Uphill struggle for small-scale miners in Africa
Small-scale mining is a fundamental livelihood for many poor people in Africa. But it is dangerous work and bad for the environment. A NAI research project investigates whether transformations to sustainability can arise in small-scale gold extraction.
Small-scale extraction occupies many millions of people around the world. The World Bank estimates that 44 million people directly, and 134 million indirectly, are dependent on artisanal and small-scale mining – half of them involved in gold-mining. Around 90 percent of all employment in gold-mining is based on small-scale extraction.
The Gold Matters research project explores whether a transformative approach to sustainability is possible in artisanal and small-scale gold mining. Despite its economic significance, providing livelihoods for millions of people, small-scale mining is often associated with negative impacts on the environment, society and health. Exploitative child labour is common, too.
“The research highlights the challenges facing miners in African countries, where mining governance is weak and works against them”, says project leader and head of research at NAI, Eleanor Fisher.
In Uganda, it is estimated that small-scale mining employs 190,000 people, compared to 2,000 in industrial mining. Environmental Women in Action for Development (EWAD) is an NGO that since 2012 has been working with artisanal and small-scale mining organisations in the district of Busia, in eastern Uganda, on the border with Kenya. EWAD supports gold miners to develop their operations by gaining formal mineral rights and making production more efficient with improved technology.
“After taking some of the miners to Tanzania to share experiences with colleagues there, they now have mines with terraces, as well as building timber scaffolding in the pits to prevent the walls from falling down”, EWAD Director Margaret Tuhumwire explains.
In gold processing, it is common to mix mercury with gold-bearing materials to form an amalgam. When the amalgam is heated, the mercury vaporises and pure gold nuggets remain. However, mercury fumes are highly toxic. EWAD has helped introduce appropriate technologies – the GoldKacha and GoldKonka – that improve gold recovery rates and help eliminate mercury use. Moreover, the use of retorts that keep mercury enclosed and allow it to be reused is saving the miners money.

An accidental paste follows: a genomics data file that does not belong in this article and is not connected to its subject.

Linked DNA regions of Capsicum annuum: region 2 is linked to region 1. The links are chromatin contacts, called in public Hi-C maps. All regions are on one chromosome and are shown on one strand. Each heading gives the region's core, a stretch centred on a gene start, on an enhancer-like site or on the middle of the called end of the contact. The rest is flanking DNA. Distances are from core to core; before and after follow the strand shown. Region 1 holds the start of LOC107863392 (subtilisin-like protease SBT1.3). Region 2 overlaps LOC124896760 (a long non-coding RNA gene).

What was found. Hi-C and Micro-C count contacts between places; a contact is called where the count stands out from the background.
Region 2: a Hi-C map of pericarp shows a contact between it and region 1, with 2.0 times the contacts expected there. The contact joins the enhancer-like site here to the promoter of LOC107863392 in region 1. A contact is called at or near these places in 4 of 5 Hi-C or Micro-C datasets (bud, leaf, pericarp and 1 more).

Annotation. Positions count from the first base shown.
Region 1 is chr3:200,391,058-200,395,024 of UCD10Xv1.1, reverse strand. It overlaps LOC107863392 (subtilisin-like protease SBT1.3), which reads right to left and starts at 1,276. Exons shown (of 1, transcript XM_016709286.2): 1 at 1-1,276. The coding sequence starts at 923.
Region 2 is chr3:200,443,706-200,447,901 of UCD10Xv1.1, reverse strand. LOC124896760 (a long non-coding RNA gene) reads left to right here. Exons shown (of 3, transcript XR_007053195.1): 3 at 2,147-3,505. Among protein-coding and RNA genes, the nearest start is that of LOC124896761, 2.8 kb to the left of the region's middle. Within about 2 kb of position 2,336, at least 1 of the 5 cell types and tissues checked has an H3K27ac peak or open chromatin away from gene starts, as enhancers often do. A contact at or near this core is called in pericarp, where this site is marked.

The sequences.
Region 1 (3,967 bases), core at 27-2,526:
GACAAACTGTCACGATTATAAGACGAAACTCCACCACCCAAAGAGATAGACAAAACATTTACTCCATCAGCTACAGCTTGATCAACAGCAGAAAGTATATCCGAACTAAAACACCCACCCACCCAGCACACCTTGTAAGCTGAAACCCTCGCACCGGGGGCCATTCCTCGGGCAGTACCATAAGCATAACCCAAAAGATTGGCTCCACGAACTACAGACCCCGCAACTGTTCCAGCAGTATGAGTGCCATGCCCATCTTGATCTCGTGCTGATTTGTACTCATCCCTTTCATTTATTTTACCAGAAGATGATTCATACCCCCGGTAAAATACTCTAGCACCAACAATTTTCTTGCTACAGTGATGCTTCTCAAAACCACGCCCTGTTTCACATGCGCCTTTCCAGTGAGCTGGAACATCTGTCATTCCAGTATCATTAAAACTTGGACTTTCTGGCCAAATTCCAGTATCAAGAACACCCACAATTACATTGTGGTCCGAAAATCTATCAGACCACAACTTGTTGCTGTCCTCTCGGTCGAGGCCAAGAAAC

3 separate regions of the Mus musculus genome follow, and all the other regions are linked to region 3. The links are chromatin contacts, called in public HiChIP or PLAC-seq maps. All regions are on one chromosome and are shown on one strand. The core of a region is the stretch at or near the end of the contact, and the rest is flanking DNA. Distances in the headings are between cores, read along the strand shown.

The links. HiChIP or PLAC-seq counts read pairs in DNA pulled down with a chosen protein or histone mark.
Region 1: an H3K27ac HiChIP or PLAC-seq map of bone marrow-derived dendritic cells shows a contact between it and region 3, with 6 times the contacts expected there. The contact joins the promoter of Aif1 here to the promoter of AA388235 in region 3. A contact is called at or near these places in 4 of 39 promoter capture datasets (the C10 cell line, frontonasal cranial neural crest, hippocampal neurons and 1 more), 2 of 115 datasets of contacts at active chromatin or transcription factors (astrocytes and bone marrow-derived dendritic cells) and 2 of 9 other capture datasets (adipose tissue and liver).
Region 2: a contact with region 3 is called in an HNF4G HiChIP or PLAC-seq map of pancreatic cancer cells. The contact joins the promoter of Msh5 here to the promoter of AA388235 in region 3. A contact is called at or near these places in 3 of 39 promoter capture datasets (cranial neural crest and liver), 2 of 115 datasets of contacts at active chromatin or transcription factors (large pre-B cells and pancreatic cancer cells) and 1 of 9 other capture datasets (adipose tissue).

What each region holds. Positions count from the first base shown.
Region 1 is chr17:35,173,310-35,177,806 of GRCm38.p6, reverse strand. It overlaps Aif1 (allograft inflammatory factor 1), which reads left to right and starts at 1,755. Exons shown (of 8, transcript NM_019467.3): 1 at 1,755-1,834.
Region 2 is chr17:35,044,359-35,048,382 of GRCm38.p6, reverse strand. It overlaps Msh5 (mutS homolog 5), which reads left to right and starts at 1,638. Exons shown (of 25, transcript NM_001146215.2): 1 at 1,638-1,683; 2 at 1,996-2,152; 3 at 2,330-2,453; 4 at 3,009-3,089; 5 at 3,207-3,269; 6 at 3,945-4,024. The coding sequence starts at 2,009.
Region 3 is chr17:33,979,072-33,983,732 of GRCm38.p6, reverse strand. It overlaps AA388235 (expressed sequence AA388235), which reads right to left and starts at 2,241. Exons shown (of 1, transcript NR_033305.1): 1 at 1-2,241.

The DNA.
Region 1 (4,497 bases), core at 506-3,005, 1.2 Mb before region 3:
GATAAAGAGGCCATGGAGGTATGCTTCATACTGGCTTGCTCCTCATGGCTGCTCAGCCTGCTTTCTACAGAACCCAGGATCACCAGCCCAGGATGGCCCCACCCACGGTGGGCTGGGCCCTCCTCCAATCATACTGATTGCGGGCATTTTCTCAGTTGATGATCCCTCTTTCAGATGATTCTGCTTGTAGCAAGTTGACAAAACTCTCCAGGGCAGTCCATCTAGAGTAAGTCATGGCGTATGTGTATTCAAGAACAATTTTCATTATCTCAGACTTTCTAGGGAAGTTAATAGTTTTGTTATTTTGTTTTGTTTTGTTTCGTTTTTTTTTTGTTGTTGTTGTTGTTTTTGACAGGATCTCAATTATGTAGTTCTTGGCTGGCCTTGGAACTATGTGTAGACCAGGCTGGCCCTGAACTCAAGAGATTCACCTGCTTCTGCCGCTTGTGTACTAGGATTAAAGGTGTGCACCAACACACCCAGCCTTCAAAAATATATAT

Small-scale miners struggle for official recognition. National planning tends to promote industrial mining while dismissing small-scale mining, despite its vital contribution to local economies. In the absence of adequate state support, organisations like EWAD are crucial, according to Fisher.
“They are the gatekeepers that can develop mining in more sustainable ways. They also support miners to create associations with legal status. The miners often lack the know-how of formal procedures and seldom have networks in state departments”, Fisher remarks.
Having formal mineral rights can help secure mining livelihoods and provide access to credit. But it is not easy to get a licence.
“Facing governmental officers in the capital can be intimidating for the miners, and requires much paperwork and some money, too. We give them support to access the much-needed services from ministries and departments”, Tuhumwire notes.
Government approaches to artisanal and small-scale mining in African countries are changing. Before, it was often illegal. But now, new policies and legislation provide instruments for formalisation. However, Fisher points out, even though this means legal access to mining rights, many people remain informal.
“Unsurprisingly, governments favour those who form groups, are literate, have capital and can complete licensing procedures. At the same time, those working as mine labourers, in processing, service provision and petty trade are left out completely. The absence of wider planning reinforces inequality in a sector with so much potential for employment”, Fisher concludes.
TEXT: Johan Sävström
The research project External link, opens in new window. explores whether transformations to sustainability are feasible in artisanal and small-scale gold-mining, deploying a multi-actor and trans-regional approach with comparative analysis across sites in South America (Brazil, French Guiana and Suriname) and Sub-Saharan Africa (Burkina Faso, Ghana, Guinea and Uganda).
Child labour in Uganda
According to the Uganda National Household Survey 2016/2017, more than 2 million children were engaged in child labour. Poverty, the impact of HIV/AIDS, high costs of education, conflict and now also the impact of Covid-19 are all contributing factors to child labour in Uganda. In the highly unmechanised mining sector, children are doing hazardous work such as crushing ore, digging pits and processing gold. EWAD External link, opens in new window. is working towards creating child labour-free zones in the district of Busia and has established motivational centres where children are helped to transition from child labour to formal education and vocational training.